Getting to full MP (minus the penalty) by mashing 5, with buffs that wont run out anytime soon (or ever, actually), does indeed sound like a problem. But this is already what would currently happen if instead of just mashing 5 you would recast your buffs when you get the expiration message. Your average MP when casting no other spells but the buffs you want to keep up for a long time would be what you get as max MP with permabuffs. So once again, this is already possible without permabuffs, just very tedious.
The only actual ingame advantages from permabuffs are the free turns you would usually have to spend on recasting buffs (possibly having to compensate for these somehow is mentioned in the proposal), and the insurance that your buff wont run out at a bad time (except on miscast). A bigger max MP penalty might be better compensation than bigger regen reduction. Simply adjusting the effective duration of buffs would affect both. How big these advantages are and whether they need to be compensated for would have to be determined by playtesting. Theorycrafting can only get you so far. — Galefury 2011-12-06 17:17
Yeah you got a point about channeling/sublim. In any case, in the two or three games I've played in my life that had permacast buffs that were normally temp, the MaxMP reduction was always exactly the casting cast. Crawl is different than most games of course, but my “wild guess” would be that a flat SpellLevel/2 deduction from MaxMP is good enough and is easily understandable, the only superlong duration spells are low level so they don't matter. — greepish 2011-12-06 17:21
The most important point in favor of this alternate implementation is that it tries to be as close to manual recasting as possible while removing the tedium, and I don't think it can get much closer to this goal. If this proposal is found to need changes it would probably make more sense to just go with the original proposal (modified by stuff said in comments), it has several advantages over this one (clearer mechanics, even less tedium). Note that simply using level/2 as the maxMP cost is in the original proposal and was shown to be problematic in a comment. I prefer this version (at least on paper) because easy balancing and near-equivalency of permanent and temporary casts are very valuable advantages. — Galefury 2011-12-06 23:34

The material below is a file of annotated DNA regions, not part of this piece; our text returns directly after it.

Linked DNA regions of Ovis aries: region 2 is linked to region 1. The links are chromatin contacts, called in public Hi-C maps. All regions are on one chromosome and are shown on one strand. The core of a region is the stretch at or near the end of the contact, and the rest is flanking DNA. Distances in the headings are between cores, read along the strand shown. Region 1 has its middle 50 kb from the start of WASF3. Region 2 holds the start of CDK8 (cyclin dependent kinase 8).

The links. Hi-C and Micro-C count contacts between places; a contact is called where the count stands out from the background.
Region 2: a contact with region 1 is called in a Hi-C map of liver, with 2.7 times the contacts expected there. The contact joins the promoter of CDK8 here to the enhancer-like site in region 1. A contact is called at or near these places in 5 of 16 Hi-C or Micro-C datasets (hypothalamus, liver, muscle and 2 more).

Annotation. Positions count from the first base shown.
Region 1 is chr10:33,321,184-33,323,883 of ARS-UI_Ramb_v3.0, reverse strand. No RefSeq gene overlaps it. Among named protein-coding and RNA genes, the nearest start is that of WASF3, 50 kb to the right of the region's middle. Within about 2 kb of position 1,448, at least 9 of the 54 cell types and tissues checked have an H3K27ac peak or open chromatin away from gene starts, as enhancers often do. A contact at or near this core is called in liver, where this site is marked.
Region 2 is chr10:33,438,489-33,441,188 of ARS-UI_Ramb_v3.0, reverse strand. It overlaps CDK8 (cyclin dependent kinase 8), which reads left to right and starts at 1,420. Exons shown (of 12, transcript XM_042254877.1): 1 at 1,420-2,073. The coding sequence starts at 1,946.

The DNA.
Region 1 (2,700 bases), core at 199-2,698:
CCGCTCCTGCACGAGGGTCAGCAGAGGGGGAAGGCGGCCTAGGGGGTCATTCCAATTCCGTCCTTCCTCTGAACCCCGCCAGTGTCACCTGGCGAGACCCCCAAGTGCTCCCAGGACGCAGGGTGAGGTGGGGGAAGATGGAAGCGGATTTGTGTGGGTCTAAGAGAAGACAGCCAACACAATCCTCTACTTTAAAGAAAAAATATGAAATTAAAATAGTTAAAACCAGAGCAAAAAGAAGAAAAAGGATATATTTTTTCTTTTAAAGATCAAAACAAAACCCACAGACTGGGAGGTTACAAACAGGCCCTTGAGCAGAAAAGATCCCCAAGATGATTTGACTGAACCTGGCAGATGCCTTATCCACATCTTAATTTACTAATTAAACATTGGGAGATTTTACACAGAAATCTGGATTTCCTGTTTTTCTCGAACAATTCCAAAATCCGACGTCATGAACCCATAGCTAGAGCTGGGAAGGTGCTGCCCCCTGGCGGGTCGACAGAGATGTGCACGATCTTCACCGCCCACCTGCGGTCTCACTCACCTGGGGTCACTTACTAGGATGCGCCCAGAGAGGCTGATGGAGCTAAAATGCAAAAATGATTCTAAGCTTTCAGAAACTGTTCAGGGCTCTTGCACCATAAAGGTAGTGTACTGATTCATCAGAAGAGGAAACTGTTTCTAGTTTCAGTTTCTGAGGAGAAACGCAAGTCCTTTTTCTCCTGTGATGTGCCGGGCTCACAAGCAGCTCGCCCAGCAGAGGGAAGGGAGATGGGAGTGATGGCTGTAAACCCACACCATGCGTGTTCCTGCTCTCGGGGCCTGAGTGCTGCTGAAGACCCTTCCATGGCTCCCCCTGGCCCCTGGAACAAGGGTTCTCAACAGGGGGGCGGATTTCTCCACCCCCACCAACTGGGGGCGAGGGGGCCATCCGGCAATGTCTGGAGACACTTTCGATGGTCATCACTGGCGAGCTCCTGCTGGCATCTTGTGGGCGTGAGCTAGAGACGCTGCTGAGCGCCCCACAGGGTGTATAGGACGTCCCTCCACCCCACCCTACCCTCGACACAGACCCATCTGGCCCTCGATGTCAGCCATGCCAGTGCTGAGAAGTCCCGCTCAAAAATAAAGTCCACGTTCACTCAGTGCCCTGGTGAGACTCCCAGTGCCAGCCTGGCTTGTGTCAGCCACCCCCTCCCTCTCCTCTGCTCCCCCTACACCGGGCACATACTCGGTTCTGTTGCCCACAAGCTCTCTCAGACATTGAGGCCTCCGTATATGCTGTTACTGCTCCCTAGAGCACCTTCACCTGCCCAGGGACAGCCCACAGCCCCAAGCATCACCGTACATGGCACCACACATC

Noise is a complicated issue that needs to be addressed. There was a thread about a desire for more noise info in the Tavern recently, but it's even more of a problem if you have 3-4 buffs up and they all produce noise spontaneously with no synchronization (and would there be an indication?). If possible, you should not ask those who value stealth to sacrifice the convenience of permabuffs. A simple solution, if unfair, would be to remove all post-casting noise. A more fair, yet complicated, one would be for all spell noise to happen the same turn in sequence, with a period equal to the average duration of the buffs, and perhaps with a ~6-8-turn warning (enough for the player to move away from nearby monsters). The warning could be toggle-able to not inconvenience unstealthy players. — Mumcon 2013-03-15 00:57

Spell power

Right now, the spell power of most duration-based spells has only an effect on the duration. This means that once you can reliably cast the enchantment spells you want (usually haste and deflect missiles), there's little reason to keep training enchantment. Below, I'll list all the duration-based spells that could have their effect scaled to their power. Most of the spells in this list are from the enchantment school, but feel free to add spells from other schools if they fit in.

How Spell Power could affect simple buffs

For spells like Ozocubu's Armour, Stoneskin, Forescry (Phase Shift?) I think there's a simple way to make spell power relevant. The magnitude of the effect would be random. So instead of being stuck with the same +5 AC from Stoneskin for basically 95% of the game, you would get a random increase from a range determined by spell power. Recasting would reroll the effect. Variation could be quite small, for example not so high Stoneskin would yield a 3-5 increase. Later you would get 4-5, and then always +5. On spell information screen it could be described a lot like ranges are. For example, “3-5 stoneskin” would have ”###**..” which would mean “at least 3 no matter what, up to 2 more, and potentially 2 more if you increase your spell power”. (I don't claim I know the exact numbers behind stoneskin.)